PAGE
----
The Complete Sherlock Holmes Vol. 1
The Complete Sherlock Holmes Vol. 1, by Arthur Conan Doyle, is a huge book. It’s got three novels and 23 short stories. Obviously, I can’t tell you about all of them. But I can tell you about my favorites and least favorites. A Study in Scarlet and The Sign of Four are the two first Holmes novels, and they’re meh compared to the later short stories. The Red-headed League is an inventive short story. Agatha Christie seems to “borrow” from The Man with the Twisted Lip with her story The Disappearence of Mr. Davenheim. Silver Blaze confuses me. The Reigate Puzzle is a great one. The Final Problem is a unconvincing fake death. And, finally, The Hound of The Baskervilles is a fantastic novel with a surprising (at least to me) climax.
Holmes is a very realistic character in personality. He’s got vices and virtues. He’s nowhere near perfect. In fact, he’s pretty flawed, when you think about it. Like his drug addiction. Yep, Sherlock’s a cocaine user. (Of course, now-illegal drugs were legal at the time, so it was a vice instead of a crime.) He also has no problem with keeping his cigars in his slippers. (Mmm…foot flavored.) So I wouldn’t say he’s a neat freak. Sherlock has two sides, too: the crime-solving side and the regular side. In that way, he’s a lot like a superhero or Dr. Jekyll and Mr. Hyde.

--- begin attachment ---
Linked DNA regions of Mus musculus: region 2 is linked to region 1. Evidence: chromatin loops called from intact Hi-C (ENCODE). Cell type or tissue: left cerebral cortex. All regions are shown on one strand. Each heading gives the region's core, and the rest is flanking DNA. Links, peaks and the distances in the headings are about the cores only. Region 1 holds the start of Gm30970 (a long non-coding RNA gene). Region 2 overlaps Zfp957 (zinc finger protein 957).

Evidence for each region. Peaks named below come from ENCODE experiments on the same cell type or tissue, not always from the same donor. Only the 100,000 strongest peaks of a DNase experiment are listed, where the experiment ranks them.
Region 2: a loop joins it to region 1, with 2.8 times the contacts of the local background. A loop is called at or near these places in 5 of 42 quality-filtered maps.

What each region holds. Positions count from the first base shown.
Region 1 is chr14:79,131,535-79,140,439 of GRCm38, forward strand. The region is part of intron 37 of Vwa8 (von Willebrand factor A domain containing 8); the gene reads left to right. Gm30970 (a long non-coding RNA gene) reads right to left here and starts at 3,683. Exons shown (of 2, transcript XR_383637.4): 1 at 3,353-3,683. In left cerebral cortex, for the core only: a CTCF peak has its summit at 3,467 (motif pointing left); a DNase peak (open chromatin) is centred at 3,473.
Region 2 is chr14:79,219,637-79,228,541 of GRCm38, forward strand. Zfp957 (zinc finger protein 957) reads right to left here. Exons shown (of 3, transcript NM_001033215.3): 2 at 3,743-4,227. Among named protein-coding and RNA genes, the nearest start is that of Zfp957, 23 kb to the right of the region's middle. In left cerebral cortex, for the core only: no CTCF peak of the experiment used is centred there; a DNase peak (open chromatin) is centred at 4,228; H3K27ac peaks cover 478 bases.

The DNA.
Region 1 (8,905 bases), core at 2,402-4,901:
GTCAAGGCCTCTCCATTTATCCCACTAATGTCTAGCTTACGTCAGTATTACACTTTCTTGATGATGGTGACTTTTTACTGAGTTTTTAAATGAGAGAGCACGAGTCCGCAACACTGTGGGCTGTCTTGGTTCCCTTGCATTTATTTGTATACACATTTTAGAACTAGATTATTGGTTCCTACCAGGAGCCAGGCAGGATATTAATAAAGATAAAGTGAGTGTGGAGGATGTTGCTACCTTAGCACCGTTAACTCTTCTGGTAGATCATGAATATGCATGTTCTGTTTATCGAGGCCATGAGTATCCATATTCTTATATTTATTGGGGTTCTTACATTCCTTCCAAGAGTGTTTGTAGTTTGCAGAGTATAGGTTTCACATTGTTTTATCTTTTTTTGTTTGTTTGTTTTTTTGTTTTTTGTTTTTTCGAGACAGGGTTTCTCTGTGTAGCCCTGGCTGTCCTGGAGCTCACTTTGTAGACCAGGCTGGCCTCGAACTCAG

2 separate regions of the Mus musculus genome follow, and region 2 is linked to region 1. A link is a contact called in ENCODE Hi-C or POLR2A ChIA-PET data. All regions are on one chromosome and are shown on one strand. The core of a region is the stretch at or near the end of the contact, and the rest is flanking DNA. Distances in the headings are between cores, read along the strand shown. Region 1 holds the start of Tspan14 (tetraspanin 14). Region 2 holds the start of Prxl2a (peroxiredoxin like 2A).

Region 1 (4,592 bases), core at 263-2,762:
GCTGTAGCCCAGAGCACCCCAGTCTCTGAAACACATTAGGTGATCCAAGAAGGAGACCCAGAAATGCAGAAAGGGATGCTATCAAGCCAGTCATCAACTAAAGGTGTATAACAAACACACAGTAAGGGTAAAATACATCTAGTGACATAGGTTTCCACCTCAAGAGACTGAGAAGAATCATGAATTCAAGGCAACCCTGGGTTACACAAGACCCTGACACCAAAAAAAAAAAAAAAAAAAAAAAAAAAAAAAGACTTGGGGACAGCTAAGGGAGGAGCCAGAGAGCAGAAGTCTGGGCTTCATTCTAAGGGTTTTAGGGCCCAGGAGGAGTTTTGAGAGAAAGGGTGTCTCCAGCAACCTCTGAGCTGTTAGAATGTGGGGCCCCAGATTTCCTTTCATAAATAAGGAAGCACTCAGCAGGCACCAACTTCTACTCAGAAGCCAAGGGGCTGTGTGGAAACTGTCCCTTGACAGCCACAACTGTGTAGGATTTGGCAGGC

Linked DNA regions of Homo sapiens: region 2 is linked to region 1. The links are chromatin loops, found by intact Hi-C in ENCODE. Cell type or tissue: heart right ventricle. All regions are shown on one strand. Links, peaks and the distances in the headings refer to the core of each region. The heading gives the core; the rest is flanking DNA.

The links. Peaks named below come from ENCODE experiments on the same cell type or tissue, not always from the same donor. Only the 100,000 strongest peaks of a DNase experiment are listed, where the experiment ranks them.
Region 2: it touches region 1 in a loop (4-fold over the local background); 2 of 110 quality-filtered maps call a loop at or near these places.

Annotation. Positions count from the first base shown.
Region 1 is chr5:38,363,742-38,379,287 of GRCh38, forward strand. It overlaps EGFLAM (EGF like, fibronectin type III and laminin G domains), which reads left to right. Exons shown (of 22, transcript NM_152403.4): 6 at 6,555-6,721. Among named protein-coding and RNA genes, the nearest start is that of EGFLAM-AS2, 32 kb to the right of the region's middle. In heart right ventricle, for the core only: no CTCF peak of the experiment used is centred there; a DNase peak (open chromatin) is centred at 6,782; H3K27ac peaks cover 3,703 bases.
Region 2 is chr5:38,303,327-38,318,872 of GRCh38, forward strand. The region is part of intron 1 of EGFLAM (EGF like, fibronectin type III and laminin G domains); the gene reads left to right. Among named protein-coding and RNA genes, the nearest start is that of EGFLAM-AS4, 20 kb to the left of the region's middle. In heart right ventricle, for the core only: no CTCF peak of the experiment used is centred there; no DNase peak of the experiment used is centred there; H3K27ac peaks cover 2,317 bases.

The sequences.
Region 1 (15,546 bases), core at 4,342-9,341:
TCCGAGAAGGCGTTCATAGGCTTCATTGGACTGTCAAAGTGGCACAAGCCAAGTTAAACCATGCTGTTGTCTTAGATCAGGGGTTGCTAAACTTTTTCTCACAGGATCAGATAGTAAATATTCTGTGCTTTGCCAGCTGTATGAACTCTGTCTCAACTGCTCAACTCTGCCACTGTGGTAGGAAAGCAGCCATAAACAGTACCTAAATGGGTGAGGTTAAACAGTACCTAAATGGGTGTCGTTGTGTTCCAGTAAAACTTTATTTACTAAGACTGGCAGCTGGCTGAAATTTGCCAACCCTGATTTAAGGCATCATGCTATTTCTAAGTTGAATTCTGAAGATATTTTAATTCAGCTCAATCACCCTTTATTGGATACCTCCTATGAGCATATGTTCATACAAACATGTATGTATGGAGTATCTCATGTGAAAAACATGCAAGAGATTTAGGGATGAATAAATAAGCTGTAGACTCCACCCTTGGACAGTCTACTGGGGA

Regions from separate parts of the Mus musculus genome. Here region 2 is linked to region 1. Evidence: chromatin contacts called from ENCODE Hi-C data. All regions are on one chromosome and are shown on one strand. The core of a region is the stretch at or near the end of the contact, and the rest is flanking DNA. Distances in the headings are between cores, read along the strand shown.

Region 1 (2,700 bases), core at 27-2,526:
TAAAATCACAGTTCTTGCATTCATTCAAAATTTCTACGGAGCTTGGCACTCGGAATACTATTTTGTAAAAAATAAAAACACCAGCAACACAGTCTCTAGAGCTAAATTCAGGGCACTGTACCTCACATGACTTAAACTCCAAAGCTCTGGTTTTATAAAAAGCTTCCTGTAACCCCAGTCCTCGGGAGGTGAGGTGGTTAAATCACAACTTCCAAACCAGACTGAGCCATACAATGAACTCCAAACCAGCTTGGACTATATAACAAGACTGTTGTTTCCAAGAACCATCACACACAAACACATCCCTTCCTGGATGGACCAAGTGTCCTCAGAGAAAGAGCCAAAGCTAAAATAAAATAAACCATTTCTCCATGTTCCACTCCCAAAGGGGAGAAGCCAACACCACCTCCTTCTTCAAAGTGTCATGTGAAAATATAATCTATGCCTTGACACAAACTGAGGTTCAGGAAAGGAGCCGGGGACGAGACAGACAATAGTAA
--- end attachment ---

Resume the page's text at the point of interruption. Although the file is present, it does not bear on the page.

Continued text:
But Holmes’ mystery-solving techniques don’t seem realistic to me, even though they were largely taken from real life. Holmes deduced some amazing things about Watson’s brother’s watch. “He was a man of untidy habits – very untidy and careless. He was left with good prospects, but he threw away his chances, lived for some time in poverty with occasional short intervals of prosperity, and finally, taking to drink, he died.”, says Holmes. All that from a watch? It seems crazy, but when you read how he figures it out… “I began by stating that your brother was careless. When you observe the lower part of that watch-case you notice that it is not only dinted in two places but it is cut and marked all over from the habit of keeping other hard objects, such as coins or keys, in the same pocket. Surely it is no great feat to assume that a man who treats a fifty-guinea watch so cavalierly must be a careless man. Neither is it a very far-fetched inference that a man who inherits one article of such value is pretty well provided for in other respects.”, says Sherlock. As Watson says, “It is clear as a daylight.”
The Complete Sherlock Holmes Vol. 1 is almost as good as Agatha Christie, but with less twists and turns. Holmes is an equal character to Poirot, and maybe even a better one than him. Dingdingding! I think I’ve found a mystery on par with Christie! Woohoo! I recommend this for everyone who likes mysteries. Oh, and buy Vol. 2 also. And we’ll end on a fun fact: Did you know that the crazily quoted “Elementary, my dear Watson.” Holmes only says once? Weird, huh?